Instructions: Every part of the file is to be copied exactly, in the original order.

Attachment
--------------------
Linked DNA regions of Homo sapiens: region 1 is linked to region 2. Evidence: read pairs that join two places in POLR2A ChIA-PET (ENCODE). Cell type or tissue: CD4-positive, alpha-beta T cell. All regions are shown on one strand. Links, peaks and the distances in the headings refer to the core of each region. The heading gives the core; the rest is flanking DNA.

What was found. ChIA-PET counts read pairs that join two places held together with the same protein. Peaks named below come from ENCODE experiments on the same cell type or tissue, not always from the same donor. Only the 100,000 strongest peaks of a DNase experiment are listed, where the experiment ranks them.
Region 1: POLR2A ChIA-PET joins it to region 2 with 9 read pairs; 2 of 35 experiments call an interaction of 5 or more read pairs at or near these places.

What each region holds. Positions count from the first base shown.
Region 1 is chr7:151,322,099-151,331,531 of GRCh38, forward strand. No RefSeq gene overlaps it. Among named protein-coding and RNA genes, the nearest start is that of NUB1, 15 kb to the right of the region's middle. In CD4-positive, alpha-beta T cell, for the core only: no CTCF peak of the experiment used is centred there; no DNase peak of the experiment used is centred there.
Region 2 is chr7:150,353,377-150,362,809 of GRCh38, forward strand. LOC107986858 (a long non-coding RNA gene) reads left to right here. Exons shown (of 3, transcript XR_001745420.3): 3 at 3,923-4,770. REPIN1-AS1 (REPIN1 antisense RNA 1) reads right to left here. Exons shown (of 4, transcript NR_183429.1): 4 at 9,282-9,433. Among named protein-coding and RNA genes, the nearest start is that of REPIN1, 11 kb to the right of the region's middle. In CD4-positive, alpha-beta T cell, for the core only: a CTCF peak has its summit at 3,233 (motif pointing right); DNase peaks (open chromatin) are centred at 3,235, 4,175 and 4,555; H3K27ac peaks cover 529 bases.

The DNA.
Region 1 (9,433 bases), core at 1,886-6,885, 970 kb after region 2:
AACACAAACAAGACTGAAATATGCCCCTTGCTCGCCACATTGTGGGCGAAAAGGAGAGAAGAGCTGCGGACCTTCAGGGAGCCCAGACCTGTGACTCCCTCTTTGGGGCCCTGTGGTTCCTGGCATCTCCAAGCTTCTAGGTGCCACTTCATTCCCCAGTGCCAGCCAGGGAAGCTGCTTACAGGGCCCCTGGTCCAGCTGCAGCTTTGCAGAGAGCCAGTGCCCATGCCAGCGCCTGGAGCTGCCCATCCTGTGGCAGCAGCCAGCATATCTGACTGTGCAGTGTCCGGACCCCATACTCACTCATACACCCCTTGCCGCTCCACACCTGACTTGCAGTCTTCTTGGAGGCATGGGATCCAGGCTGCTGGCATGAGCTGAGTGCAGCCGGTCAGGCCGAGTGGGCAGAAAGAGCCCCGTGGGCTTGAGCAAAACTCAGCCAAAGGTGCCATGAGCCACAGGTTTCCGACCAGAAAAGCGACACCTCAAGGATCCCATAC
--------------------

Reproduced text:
Linked DNA regions of Homo sapiens: region 1 is linked to region 2. Evidence: read pairs that join two places in POLR2A ChIA-PET (ENCODE). Cell type or tissue: CD4-positive, alpha-beta T cell. All regions are shown on one strand. Links, peaks and the distances in the headings refer to the core of each region. The heading gives the core; the rest is flanking DNA.

What was found. ChIA-PET counts read pairs that join two places held together with the same protein. Peaks named below come from ENCODE experiments on the same cell type or tissue, not always from the same donor. Only the 100,000 strongest peaks of a DNase experiment are listed, where the experiment ranks them.
Region 1: POLR2A ChIA-PET joins it to region 2 with 9 read pairs; 2 of 35 experiments call an interaction of 5 or more read pairs at or near these places.

What each region holds. Positions count from the first base shown.
Region 1 is chr7:151,322,099-151,331,531 of GRCh38, forward strand. No RefSeq gene overlaps it. Among named protein-coding and RNA genes, the nearest start is that of NUB1, 15 kb to the right of the region's middle. In CD4-positive, alpha-beta T cell, for the core only: no CTCF peak of the experiment used is centred there; no DNase peak of the experiment used is centred there.
Region 2 is chr7:150,353,377-150,362,809 of GRCh38, forward strand. LOC107986858 (a long non-coding RNA gene) reads left to right here. Exons shown (of 3, transcript XR_001745420.3): 3 at 3,923-4,770. REPIN1-AS1 (REPIN1 antisense RNA 1) reads right to left here. Exons shown (of 4, transcript NR_183429.1): 4 at 9,282-9,433. Among named protein-coding and RNA genes, the nearest start is that of REPIN1, 11 kb to the right of the region's middle. In CD4-positive, alpha-beta T cell, for the core only: a CTCF peak has its summit at 3,233 (motif pointing right); DNase peaks (open chromatin) are centred at 3,235, 4,175 and 4,555; H3K27ac peaks cover 529 bases.

The DNA.
Region 1 (9,433 bases), core at 1,886-6,885, 970 kb after region 2:
AACACAAACAAGACTGAAATATGCCCCTTGCTCGCCACATTGTGGGCGAAAAGGAGAGAAGAGCTGCGGACCTTCAGGGAGCCCAGACCTGTGACTCCCTCTTTGGGGCCCTGTGGTTCCTGGCATCTCCAAGCTTCTAGGTGCCACTTCATTCCCCAGTGCCAGCCAGGGAAGCTGCTTACAGGGCCCCTGGTCCAGCTGCAGCTTTGCAGAGAGCCAGTGCCCATGCCAGCGCCTGGAGCTGCCCATCCTGTGGCAGCAGCCAGCATATCTGACTGTGCAGTGTCCGGACCCCATACTCACTCATACACCCCTTGCCGCTCCACACCTGACTTGCAGTCTTCTTGGAGGCATGGGATCCAGGCTGCTGGCATGAGCTGAGTGCAGCCGGTCAGGCCGAGTGGGCAGAAAGAGCCCCGTGGGCTTGAGCAAAACTCAGCCAAAGGTGCCATGAGCCACAGGTTTCCGACCAGAAAAGCGACACCTCAAGGATCCCATAC